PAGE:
The Miami Dolphins offensive line stunk on ice. To be fair, the offensive line made sure they were as bad in pass protection as they were in run blocking. The guards allowed pressure right up the middle. The tackles allowed pressure flying off the edge. And running the ball? The Dolphins rushed 17 times for 56 yards for an average of 3.3 yards per carry. There was absolutely nothing positive from the offensive line all game long.
I know this could be lumped into the offensive line section. But, this really deserves its spotlight. The Broncos sacked the quarterback six times for a loss of 33 yards. Overall, there were a total of 8 quarterback hits. And there was constant pressure all day. This is a great way to get your rookie quarterback, who already has an injury history, killed.
It was such a joy to see the Dolphins step out onto the field looking resplendent in their throwback uniforms against the Chargers. This made it that much tougher to see the Dolphins back in their Miami Sea Aquarium uniforms against the Broncos. Seriously, Stephen Ross, just pull the plug on these uniforms. I get that rich men hate to admit they made a mistake, but….you made a mistake.
The Miami Dolphins’ run defense was the Glass Joe to the Broncos’ Little Mac. The Dolphins got pummeled in the face by the Broncos rushing attack for four quarters. The Broncos’ offense had 33 rushes for 189 yards and 2 TDs. The Broncos running backs averaged 5.7 yards per carry.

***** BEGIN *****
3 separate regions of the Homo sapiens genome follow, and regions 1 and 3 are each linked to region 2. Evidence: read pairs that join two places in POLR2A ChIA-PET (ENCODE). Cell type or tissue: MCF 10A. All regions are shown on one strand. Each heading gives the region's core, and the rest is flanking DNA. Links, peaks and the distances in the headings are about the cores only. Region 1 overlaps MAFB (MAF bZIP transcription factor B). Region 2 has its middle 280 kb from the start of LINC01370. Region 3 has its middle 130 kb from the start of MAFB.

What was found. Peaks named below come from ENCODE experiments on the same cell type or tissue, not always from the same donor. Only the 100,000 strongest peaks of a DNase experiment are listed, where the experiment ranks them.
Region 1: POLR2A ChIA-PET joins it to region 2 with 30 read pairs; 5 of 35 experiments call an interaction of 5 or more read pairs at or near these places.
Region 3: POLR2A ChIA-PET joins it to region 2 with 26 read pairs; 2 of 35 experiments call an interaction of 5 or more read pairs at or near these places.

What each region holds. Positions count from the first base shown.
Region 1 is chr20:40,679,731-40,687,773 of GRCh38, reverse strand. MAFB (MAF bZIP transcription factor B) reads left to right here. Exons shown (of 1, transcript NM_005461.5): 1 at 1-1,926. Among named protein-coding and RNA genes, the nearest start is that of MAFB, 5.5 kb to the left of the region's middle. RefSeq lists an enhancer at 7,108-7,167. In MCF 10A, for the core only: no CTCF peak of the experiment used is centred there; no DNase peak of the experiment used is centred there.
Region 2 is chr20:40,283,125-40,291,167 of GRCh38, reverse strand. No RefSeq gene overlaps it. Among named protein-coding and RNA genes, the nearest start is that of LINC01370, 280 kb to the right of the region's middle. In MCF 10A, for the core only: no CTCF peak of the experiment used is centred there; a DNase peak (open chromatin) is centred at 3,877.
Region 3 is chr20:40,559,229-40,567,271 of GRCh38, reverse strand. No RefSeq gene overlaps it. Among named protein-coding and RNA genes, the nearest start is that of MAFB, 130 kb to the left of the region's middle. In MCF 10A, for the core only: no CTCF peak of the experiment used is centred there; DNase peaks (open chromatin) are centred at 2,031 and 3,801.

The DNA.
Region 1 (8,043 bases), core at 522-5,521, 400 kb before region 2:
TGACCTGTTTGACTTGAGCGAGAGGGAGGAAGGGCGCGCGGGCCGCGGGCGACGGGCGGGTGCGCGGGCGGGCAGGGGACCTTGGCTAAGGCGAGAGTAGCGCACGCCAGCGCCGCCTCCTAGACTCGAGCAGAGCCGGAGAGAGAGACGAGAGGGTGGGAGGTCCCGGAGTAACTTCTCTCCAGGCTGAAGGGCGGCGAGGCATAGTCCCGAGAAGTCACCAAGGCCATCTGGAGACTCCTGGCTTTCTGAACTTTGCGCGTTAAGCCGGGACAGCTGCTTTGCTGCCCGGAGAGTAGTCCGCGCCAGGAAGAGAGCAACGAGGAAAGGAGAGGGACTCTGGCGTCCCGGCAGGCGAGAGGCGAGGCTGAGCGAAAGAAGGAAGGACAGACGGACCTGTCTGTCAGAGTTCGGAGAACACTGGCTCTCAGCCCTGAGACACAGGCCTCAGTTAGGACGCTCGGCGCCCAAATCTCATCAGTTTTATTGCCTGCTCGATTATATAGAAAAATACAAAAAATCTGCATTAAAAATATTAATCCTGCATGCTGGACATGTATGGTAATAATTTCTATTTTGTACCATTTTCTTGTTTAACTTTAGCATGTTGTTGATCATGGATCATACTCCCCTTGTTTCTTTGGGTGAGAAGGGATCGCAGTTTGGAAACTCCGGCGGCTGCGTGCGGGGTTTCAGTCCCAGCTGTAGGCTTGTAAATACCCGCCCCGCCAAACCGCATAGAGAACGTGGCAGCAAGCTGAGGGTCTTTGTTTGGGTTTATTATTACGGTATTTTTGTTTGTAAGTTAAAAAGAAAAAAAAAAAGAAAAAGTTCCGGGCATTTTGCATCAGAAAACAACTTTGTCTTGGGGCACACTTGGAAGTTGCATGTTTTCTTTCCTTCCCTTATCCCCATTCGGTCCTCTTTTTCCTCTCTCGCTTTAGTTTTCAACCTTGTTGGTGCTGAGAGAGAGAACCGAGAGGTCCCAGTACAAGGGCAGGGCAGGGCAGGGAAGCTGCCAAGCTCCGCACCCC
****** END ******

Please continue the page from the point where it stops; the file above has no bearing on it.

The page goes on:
If Melvin Gordon did not pull an Ernest Byner on the two-yard line in the 4th quarter then the final score would have been 27-13 and would have looked even uglier.
The Broncos completely exposed the Dolphins’ run defense. Fangio provided a successful blueprint on how to attack the Dolphins’ defense. I would fully expect to see more of this from the Dolphins’ opponents as the season progresses.
The Miami Dolphins as an organization took a step back against the Broncos. However, this should not diminish the progress that the Dolphins have made this season. If you told Dolphins’ fans at the beginning of the season that ten games into the season the Miami Dolphins would be 6-4 I do not think any fans would have believed you. The fact is that Miami is one of those teams who could beat just about anyone on their schedule and….lose to anyone on their schedule, too.
To comment on this article and other Miami Phins content, visit our Facebook page, our Twitter feed, and our Instagram feed. Also, catch up with all of Rokk’s other musings about sports, geek news. TV shows, movies, and more over on his Twitter page.